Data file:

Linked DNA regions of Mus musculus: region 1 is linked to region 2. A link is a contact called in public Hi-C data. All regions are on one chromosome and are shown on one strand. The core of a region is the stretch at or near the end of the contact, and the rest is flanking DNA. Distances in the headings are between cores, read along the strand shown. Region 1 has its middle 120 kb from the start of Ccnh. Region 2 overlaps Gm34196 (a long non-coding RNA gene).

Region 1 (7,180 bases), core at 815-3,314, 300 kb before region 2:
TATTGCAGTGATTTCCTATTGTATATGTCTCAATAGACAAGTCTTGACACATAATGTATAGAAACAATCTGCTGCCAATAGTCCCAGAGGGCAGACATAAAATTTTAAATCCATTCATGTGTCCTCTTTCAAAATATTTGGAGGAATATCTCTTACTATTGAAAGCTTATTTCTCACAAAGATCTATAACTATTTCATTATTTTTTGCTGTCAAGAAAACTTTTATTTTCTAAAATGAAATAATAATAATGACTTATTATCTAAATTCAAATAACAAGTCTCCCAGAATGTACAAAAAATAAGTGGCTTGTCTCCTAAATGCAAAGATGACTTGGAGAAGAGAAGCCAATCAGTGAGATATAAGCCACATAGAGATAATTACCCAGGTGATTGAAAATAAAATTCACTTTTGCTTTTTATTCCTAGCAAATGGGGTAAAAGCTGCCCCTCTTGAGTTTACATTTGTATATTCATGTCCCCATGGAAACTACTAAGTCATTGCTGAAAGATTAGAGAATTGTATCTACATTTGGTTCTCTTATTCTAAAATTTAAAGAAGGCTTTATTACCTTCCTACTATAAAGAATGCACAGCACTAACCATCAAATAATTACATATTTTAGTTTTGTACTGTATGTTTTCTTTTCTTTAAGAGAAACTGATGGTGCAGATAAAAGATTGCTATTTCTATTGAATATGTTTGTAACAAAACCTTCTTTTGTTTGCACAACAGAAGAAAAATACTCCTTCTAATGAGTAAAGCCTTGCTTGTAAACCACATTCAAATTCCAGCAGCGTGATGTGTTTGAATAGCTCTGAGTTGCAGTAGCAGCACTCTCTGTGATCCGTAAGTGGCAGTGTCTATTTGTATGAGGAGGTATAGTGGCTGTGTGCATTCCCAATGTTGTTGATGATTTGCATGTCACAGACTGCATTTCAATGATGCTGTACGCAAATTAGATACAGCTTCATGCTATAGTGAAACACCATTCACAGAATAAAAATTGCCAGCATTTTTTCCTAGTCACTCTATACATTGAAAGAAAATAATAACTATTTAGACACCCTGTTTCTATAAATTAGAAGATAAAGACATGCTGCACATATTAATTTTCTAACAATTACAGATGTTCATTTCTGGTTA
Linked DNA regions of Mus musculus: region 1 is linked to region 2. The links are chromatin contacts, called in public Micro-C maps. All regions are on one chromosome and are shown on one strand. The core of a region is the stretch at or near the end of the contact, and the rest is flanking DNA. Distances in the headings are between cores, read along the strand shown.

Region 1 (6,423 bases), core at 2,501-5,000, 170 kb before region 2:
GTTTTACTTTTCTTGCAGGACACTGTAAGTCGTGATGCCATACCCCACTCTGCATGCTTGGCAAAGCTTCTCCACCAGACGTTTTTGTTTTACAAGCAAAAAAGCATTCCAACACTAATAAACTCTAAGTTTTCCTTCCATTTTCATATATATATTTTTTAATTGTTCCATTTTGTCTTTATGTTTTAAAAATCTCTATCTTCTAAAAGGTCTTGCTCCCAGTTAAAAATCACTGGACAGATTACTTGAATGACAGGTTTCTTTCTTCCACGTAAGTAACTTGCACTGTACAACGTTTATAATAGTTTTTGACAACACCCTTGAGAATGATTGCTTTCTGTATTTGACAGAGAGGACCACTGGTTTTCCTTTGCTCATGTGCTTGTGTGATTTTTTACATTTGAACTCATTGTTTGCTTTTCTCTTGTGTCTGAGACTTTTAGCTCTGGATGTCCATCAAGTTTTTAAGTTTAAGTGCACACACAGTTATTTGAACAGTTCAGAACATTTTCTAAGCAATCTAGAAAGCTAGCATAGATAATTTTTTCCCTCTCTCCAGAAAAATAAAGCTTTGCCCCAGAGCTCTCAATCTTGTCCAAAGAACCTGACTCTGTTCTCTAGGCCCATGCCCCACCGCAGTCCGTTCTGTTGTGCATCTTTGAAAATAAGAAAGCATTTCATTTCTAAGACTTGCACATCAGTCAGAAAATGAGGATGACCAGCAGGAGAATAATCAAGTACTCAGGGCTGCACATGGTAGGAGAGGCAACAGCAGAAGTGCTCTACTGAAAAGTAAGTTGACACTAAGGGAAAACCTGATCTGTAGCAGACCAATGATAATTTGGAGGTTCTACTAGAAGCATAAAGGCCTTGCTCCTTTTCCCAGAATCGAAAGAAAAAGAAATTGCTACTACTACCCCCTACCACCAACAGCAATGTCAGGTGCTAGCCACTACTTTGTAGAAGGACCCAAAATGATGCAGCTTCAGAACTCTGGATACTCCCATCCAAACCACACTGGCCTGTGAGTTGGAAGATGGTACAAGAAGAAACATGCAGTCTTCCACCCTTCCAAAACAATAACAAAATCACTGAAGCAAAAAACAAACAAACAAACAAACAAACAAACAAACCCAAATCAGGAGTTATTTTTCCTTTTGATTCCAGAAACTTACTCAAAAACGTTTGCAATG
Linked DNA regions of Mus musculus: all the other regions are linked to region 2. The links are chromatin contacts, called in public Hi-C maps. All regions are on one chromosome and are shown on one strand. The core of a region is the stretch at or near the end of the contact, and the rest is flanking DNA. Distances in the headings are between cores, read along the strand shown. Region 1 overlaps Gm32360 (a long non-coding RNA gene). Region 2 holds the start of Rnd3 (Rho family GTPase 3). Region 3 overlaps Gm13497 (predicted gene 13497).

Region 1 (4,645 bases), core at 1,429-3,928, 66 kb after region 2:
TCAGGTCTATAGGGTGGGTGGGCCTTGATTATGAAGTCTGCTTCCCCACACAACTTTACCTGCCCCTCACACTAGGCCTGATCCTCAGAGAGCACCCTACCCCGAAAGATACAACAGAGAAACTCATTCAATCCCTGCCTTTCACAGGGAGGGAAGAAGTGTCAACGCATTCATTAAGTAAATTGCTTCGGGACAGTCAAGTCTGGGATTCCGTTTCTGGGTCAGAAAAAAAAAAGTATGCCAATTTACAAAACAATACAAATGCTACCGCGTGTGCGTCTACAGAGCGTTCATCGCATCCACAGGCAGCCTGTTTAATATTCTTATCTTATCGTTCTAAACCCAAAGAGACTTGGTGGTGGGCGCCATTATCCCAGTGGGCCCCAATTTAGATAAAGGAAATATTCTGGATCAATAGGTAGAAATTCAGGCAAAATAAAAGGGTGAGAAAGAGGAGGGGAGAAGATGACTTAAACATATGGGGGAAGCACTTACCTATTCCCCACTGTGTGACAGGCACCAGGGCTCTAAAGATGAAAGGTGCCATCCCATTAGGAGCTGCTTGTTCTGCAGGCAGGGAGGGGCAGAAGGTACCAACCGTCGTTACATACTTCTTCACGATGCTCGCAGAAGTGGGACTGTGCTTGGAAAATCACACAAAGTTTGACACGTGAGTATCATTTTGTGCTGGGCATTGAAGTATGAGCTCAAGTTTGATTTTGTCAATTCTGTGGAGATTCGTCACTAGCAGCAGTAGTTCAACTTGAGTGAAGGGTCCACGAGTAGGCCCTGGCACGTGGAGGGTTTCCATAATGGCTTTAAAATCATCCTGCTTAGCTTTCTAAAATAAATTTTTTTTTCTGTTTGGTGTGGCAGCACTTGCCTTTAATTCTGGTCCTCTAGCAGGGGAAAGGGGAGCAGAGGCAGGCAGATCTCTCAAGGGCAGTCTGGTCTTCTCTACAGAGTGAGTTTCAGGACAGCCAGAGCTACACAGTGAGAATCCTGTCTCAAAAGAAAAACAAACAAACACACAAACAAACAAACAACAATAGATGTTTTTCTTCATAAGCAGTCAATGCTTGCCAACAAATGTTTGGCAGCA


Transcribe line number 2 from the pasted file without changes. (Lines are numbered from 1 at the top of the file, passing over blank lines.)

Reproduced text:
Region 1 (7,180 bases), core at 815-3,314, 300 kb before region 2: